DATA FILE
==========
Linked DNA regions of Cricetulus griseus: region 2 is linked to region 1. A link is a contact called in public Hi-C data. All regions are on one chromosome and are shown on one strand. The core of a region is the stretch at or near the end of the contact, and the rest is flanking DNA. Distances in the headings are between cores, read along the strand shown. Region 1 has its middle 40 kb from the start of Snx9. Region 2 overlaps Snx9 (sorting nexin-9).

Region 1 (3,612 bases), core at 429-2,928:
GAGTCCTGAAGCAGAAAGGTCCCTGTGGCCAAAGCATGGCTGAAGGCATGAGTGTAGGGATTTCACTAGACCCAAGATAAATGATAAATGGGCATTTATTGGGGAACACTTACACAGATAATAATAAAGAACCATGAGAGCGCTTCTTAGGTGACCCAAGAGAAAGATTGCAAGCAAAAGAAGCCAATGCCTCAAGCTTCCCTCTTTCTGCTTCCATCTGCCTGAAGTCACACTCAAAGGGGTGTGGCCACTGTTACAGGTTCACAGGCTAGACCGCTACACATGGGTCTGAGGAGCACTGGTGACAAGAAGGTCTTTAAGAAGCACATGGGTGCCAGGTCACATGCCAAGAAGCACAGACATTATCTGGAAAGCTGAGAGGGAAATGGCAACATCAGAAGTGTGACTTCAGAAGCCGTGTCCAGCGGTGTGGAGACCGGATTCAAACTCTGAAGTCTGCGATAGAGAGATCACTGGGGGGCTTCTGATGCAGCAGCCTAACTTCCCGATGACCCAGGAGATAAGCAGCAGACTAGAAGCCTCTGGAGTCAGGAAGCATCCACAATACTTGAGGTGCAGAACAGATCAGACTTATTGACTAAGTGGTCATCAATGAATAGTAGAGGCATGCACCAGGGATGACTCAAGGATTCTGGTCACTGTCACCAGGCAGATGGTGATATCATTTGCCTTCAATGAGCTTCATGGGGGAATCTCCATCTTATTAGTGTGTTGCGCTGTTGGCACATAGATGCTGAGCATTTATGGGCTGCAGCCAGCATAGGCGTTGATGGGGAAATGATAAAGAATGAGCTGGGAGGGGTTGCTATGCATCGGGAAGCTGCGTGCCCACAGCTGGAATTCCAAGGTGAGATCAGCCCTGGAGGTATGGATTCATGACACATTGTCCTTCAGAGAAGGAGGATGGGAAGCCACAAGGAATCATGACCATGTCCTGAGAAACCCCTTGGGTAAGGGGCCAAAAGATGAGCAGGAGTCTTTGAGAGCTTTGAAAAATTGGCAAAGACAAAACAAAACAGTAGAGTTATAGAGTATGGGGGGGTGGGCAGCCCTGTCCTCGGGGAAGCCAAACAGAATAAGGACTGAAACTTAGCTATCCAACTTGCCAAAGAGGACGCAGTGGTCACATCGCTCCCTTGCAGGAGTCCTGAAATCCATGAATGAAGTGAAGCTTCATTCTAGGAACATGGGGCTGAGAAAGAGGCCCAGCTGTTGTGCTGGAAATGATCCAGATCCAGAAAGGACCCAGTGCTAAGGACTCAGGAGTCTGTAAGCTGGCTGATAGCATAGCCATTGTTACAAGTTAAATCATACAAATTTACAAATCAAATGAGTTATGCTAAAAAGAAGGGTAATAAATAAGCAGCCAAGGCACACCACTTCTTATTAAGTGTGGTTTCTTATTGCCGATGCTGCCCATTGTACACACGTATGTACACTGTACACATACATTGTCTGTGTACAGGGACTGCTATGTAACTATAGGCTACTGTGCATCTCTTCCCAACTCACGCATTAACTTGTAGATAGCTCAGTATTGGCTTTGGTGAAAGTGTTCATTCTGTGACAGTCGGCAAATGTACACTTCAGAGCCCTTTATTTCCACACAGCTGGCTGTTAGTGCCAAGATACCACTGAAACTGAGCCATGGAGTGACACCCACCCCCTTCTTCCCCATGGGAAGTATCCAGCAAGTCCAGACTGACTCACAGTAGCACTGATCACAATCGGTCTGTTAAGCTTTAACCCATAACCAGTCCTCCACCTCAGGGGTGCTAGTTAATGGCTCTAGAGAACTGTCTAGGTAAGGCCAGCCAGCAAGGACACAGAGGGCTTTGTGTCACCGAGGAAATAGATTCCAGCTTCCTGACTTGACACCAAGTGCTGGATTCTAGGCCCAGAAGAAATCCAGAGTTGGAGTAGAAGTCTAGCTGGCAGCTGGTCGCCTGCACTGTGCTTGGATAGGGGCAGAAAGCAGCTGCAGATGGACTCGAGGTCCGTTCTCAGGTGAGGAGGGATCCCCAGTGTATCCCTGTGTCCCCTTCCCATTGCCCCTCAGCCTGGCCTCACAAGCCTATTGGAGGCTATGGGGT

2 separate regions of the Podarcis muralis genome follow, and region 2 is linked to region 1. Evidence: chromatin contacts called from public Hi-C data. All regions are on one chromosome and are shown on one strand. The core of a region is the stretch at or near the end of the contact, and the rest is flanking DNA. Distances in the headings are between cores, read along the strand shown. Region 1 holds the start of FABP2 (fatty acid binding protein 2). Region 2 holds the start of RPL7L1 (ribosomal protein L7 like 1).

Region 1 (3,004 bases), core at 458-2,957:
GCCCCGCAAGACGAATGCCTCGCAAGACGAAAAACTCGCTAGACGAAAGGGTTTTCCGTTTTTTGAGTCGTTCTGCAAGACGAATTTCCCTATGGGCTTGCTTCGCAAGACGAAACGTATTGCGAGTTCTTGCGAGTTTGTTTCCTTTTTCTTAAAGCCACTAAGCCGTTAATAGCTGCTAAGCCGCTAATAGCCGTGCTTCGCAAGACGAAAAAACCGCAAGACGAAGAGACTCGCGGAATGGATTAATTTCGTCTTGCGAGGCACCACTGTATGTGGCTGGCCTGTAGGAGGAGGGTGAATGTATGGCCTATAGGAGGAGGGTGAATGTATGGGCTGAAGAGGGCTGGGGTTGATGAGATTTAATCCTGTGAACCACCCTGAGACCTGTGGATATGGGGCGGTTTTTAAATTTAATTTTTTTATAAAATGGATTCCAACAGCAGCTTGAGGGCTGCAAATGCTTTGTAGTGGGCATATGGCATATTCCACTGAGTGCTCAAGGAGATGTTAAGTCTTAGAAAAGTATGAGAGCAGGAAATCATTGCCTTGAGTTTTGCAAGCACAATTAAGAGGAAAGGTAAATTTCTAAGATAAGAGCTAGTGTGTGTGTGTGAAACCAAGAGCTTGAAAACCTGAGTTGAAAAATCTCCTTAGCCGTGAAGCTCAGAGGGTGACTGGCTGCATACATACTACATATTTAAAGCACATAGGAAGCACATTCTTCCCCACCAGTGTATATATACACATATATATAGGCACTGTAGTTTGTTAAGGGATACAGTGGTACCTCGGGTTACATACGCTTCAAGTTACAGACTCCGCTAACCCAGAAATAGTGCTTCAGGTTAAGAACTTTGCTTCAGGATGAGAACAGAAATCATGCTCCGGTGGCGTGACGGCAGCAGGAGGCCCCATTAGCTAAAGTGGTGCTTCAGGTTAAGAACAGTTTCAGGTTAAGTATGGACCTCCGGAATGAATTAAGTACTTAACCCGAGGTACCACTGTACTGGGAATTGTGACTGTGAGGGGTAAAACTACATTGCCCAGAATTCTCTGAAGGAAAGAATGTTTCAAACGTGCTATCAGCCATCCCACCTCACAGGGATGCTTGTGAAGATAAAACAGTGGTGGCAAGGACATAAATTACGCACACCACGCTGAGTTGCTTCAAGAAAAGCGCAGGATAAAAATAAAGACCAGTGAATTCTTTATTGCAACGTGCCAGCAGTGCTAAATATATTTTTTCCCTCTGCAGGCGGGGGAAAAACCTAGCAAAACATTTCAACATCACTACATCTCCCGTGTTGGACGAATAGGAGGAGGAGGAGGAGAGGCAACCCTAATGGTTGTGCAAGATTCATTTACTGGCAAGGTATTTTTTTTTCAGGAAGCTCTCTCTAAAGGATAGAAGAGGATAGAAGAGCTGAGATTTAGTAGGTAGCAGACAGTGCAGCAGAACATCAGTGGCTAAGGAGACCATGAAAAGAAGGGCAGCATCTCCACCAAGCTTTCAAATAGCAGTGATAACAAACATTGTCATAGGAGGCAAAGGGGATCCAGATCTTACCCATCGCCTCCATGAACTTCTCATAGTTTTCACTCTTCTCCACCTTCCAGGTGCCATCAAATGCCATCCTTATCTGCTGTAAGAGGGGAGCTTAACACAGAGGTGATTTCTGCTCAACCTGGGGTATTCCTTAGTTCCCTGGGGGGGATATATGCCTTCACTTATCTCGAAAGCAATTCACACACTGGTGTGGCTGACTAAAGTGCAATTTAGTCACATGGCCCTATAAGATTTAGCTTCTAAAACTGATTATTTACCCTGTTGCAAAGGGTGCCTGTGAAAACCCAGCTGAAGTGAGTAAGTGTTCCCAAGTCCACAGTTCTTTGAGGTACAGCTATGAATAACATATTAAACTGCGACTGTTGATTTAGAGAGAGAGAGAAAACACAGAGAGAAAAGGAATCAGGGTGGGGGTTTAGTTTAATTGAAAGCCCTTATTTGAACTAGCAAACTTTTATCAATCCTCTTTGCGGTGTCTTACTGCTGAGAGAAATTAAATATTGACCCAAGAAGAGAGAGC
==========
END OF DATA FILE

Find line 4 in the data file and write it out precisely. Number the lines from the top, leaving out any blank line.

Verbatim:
2 separate regions of the Podarcis muralis genome follow, and region 2 is linked to region 1. Evidence: chromatin contacts called from public Hi-C data. All regions are on one chromosome and are shown on one strand. The core of a region is the stretch at or near the end of the contact, and the rest is flanking DNA. Distances in the headings are between cores, read along the strand shown. Region 1 holds the start of FABP2 (fatty acid binding protein 2). Region 2 holds the start of RPL7L1 (ribosomal protein L7 like 1).